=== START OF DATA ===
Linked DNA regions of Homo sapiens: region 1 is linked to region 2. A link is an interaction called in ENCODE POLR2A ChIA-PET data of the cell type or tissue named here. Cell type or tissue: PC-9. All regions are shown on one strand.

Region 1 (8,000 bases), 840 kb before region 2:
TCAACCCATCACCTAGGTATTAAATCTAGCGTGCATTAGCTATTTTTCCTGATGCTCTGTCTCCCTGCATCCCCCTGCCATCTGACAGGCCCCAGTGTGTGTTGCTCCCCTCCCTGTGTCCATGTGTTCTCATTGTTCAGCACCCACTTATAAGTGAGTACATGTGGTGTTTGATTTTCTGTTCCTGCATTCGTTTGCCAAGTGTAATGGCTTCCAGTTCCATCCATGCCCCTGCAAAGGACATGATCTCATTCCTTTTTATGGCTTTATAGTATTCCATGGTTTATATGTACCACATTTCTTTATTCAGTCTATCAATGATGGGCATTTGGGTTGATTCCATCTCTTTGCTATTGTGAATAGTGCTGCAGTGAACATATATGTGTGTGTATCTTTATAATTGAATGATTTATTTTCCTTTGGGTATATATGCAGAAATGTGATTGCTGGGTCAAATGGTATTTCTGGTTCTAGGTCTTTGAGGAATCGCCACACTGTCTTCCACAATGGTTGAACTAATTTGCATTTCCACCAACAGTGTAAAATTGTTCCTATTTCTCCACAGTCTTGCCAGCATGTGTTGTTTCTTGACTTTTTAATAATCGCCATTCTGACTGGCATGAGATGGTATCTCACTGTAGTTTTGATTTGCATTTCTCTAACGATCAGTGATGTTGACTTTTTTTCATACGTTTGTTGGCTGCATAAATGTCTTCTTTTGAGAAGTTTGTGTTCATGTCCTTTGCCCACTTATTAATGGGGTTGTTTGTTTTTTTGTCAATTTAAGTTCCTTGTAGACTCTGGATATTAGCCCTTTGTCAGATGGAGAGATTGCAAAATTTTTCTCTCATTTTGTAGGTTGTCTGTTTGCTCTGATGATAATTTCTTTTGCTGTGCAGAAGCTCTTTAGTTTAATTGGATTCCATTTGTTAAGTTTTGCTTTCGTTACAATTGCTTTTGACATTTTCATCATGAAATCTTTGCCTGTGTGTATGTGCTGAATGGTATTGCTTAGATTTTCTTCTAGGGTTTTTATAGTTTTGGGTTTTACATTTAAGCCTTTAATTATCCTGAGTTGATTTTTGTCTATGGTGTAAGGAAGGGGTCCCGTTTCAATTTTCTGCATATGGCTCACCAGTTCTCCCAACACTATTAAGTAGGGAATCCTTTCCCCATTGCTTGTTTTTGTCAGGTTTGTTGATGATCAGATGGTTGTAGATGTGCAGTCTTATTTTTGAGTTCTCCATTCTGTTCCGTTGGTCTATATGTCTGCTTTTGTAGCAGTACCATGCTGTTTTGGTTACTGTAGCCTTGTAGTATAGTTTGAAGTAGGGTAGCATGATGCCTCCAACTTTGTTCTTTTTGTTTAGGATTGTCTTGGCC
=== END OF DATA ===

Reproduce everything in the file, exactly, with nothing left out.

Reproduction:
Linked DNA regions of Homo sapiens: region 1 is linked to region 2. A link is an interaction called in ENCODE POLR2A ChIA-PET data of the cell type or tissue named here. Cell type or tissue: PC-9. All regions are shown on one strand.

Region 1 (8,000 bases), 840 kb before region 2:
TCAACCCATCACCTAGGTATTAAATCTAGCGTGCATTAGCTATTTTTCCTGATGCTCTGTCTCCCTGCATCCCCCTGCCATCTGACAGGCCCCAGTGTGTGTTGCTCCCCTCCCTGTGTCCATGTGTTCTCATTGTTCAGCACCCACTTATAAGTGAGTACATGTGGTGTTTGATTTTCTGTTCCTGCATTCGTTTGCCAAGTGTAATGGCTTCCAGTTCCATCCATGCCCCTGCAAAGGACATGATCTCATTCCTTTTTATGGCTTTATAGTATTCCATGGTTTATATGTACCACATTTCTTTATTCAGTCTATCAATGATGGGCATTTGGGTTGATTCCATCTCTTTGCTATTGTGAATAGTGCTGCAGTGAACATATATGTGTGTGTATCTTTATAATTGAATGATTTATTTTCCTTTGGGTATATATGCAGAAATGTGATTGCTGGGTCAAATGGTATTTCTGGTTCTAGGTCTTTGAGGAATCGCCACACTGTCTTCCACAATGGTTGAACTAATTTGCATTTCCACCAACAGTGTAAAATTGTTCCTATTTCTCCACAGTCTTGCCAGCATGTGTTGTTTCTTGACTTTTTAATAATCGCCATTCTGACTGGCATGAGATGGTATCTCACTGTAGTTTTGATTTGCATTTCTCTAACGATCAGTGATGTTGACTTTTTTTCATACGTTTGTTGGCTGCATAAATGTCTTCTTTTGAGAAGTTTGTGTTCATGTCCTTTGCCCACTTATTAATGGGGTTGTTTGTTTTTTTGTCAATTTAAGTTCCTTGTAGACTCTGGATATTAGCCCTTTGTCAGATGGAGAGATTGCAAAATTTTTCTCTCATTTTGTAGGTTGTCTGTTTGCTCTGATGATAATTTCTTTTGCTGTGCAGAAGCTCTTTAGTTTAATTGGATTCCATTTGTTAAGTTTTGCTTTCGTTACAATTGCTTTTGACATTTTCATCATGAAATCTTTGCCTGTGTGTATGTGCTGAATGGTATTGCTTAGATTTTCTTCTAGGGTTTTTATAGTTTTGGGTTTTACATTTAAGCCTTTAATTATCCTGAGTTGATTTTTGTCTATGGTGTAAGGAAGGGGTCCCGTTTCAATTTTCTGCATATGGCTCACCAGTTCTCCCAACACTATTAAGTAGGGAATCCTTTCCCCATTGCTTGTTTTTGTCAGGTTTGTTGATGATCAGATGGTTGTAGATGTGCAGTCTTATTTTTGAGTTCTCCATTCTGTTCCGTTGGTCTATATGTCTGCTTTTGTAGCAGTACCATGCTGTTTTGGTTACTGTAGCCTTGTAGTATAGTTTGAAGTAGGGTAGCATGATGCCTCCAACTTTGTTCTTTTTGTTTAGGATTGTCTTGGCC